Court asked to suspend inordinate delay doctrine

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The Office of the Ombudsman has asked the Supreme Court (SC) to order the Sandiganbayan to suspend the application of the inordinate delay doctrine that the anti-graft court had used in junking several graft complaints.

“The core issue presented in the instant petition is how the legal concept of ‘inordinate delay’ should be operationalized vis-à-vis the constitutional admonition that ‘[a]ll persons shall have the right to a speedy disposition of their cases before all judicial, quasi-judicial, or administrative bodies.’ While it is well-established in jurisprudence that criminal cases may be dismissed on the ground of denial of the accused’s right to speedy trial, the concept of ‘inordinate delay’ that amounts to a violation of the said right has eluded exact definition,” the Ombudsman said.

“Apart from the fact that the resolution of this issue will have implications on matters of transcendental public importance and the orderly administration of justice, it will also necessitate a review, re-examination, or even modification and reversal of relevant existing jurisprudence,” it said.

The Ombudsman wants the high court en banc to rule on the case because of its implications on jurisprudence.


It argued that the Sandiganbayan’s dismissal of cases on the ground of inordinate delay “has progressively been premised on overly strict and almost unrealistic standards.”

The Ombudsman attributed the delay in the filing of cases or submission of petitions at the Sandiganbayan to “enormous workloads, chronic understaffing, voluminous evidence to be examined and unavailability of witnesses and records.”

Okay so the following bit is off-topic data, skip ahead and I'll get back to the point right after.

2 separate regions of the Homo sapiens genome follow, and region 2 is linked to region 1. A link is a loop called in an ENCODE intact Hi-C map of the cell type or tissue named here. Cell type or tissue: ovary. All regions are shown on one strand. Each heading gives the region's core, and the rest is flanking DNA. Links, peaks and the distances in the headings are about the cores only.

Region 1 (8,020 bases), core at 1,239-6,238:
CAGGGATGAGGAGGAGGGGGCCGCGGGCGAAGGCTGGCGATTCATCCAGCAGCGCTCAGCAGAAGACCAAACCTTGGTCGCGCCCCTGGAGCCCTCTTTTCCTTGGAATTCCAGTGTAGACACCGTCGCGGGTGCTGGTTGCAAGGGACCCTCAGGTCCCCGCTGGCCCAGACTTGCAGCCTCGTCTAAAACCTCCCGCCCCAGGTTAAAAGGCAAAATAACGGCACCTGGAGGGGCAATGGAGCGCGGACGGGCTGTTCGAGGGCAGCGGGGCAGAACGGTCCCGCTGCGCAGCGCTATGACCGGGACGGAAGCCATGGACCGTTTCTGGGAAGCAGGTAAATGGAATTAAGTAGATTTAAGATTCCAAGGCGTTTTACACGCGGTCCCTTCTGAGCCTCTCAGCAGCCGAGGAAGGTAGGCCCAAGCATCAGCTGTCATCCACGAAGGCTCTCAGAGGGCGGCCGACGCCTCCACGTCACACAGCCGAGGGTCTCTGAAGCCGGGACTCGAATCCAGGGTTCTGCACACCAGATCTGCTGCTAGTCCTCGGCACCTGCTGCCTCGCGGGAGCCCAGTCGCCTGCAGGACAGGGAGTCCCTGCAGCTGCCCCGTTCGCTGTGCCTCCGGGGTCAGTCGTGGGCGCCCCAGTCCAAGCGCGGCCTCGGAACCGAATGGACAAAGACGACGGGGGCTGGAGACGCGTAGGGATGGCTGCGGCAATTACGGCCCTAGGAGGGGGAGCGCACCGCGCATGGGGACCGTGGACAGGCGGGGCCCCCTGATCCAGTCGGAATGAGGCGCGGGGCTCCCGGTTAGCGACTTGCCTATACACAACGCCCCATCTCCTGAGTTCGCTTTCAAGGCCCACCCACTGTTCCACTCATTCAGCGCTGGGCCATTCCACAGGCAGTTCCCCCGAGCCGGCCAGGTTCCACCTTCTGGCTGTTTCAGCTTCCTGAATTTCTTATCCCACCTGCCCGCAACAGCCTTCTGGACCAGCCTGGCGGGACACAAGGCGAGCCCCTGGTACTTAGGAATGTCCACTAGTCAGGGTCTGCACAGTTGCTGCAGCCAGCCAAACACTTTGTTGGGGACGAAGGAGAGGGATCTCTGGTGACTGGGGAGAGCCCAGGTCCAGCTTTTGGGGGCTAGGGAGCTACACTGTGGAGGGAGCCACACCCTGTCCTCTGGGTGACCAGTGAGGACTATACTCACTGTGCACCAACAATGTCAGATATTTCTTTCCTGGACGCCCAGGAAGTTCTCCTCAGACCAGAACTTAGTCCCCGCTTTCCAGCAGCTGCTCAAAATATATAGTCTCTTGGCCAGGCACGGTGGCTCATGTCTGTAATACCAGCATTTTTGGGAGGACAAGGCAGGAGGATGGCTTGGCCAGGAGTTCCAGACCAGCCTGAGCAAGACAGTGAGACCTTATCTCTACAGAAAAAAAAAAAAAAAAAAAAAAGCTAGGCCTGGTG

The anti-graft court’s refusal to acknowledge the office’s limitations “is bordering on the unfair and unjust,” it added, thus the intervention of the SC en banc “is needed to correct this imbalance and preserve the orderly administration of justice.”

“The far-reaching consequences of public respondent Sandiganbayan’s interpretation of ‘inordinate delay’ makes the instant Petition the perfect vehicle for the Honorable Supreme Court to clearly spell out the contours, extent and delimitations of this confusing concept,” the Ombudsman said.

The anti-graft court recently dismissed the graft case filed in 2015 against former Government Service Insurance System (GSIS) President Winston Garcia and several others because the Office of the Ombudsman sat on the case for 10 years.

The case stemmed from the allegedly anomalous award of the GSIS eCard project to a bank in 2004.

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2 Comments

  1. There should be a law that prohibits the filing of a case after some time period. It only makes sense that a fair trial cannot proceed because of witnesses and evidence becoming lost or changed after a long period of time. The US has a “Statue Of Limitations” that recognizes that fact and most crimes cannot be prosecuted after seven years of no charges being filed in a court. The Ombudsman should not be allowed to file a case after sitting on it for over 10 years.

  2. The problem here is the ombudsman itself, they keep charging people at the sandiganbayan without sufficient evidenced, Basta file Lang nang Kaso muna then they gather the evidence afterwards kaya the sandiganbayan Justices eh binabasura Yung mga kasong pinafile Ng office of the ombudsman.